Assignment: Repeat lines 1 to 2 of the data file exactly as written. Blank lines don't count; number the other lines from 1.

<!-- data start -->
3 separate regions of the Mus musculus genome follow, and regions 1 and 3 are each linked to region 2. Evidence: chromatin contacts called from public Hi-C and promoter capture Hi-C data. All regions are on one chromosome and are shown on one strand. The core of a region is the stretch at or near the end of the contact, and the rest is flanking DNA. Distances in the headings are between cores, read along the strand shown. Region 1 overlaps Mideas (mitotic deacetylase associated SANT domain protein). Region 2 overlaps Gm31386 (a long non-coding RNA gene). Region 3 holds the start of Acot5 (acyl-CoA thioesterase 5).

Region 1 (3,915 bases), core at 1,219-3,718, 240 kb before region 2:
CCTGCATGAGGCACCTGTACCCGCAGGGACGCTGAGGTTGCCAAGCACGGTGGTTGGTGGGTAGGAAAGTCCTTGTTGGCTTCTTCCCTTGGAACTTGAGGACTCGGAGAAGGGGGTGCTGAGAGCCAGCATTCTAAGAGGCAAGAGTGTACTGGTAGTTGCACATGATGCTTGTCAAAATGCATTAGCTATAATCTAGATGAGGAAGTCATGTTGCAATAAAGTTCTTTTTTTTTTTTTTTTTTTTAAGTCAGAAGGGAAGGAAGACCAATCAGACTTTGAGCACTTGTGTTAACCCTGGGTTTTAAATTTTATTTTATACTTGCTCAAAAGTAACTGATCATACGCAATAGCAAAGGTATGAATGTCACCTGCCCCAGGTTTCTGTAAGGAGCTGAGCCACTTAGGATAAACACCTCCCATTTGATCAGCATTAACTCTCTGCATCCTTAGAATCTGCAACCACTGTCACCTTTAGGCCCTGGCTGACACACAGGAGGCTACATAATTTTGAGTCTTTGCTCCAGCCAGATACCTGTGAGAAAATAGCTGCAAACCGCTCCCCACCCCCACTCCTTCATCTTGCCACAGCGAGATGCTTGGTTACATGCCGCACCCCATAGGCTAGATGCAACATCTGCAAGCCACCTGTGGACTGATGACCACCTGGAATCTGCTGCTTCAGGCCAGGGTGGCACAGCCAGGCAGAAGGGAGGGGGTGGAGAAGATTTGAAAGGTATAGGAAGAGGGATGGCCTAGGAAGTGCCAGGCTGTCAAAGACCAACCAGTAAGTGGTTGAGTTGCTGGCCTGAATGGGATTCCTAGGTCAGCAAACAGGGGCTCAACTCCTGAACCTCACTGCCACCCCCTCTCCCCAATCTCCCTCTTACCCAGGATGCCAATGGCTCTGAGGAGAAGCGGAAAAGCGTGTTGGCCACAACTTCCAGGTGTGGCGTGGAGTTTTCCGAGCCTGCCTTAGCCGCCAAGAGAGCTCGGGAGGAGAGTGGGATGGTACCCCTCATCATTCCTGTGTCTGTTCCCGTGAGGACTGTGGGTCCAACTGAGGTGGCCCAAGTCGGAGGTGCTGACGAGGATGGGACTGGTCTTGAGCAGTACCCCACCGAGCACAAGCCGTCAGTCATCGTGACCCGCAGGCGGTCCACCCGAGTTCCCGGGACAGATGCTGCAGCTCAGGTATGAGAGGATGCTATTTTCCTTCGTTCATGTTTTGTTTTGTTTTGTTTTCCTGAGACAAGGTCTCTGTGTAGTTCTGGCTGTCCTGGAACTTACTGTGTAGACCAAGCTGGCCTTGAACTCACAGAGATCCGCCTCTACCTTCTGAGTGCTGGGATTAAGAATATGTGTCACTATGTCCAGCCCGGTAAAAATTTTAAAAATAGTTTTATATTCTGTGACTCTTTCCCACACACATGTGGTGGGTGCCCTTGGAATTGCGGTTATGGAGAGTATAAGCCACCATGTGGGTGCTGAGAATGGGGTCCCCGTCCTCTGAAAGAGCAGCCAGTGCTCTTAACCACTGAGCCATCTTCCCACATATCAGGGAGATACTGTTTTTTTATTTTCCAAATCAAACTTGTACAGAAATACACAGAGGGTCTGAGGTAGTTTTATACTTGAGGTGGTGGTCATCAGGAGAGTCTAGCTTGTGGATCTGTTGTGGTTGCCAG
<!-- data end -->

3 separate regions of the Mus musculus genome follow, and regions 1 and 3 are each linked to region 2. Evidence: chromatin contacts called from public Hi-C and promoter capture Hi-C data. All regions are on one chromosome and are shown on one strand. The core of a region is the stretch at or near the end of the contact, and the rest is flanking DNA. Distances in the headings are between cores, read along the strand shown. Region 1 overlaps Mideas (mitotic deacetylase associated SANT domain protein). Region 2 overlaps Gm31386 (a long non-coding RNA gene). Region 3 holds the start of Acot5 (acyl-CoA thioesterase 5).

Region 1 (3,915 bases), core at 1,219-3,718, 240 kb before region 2: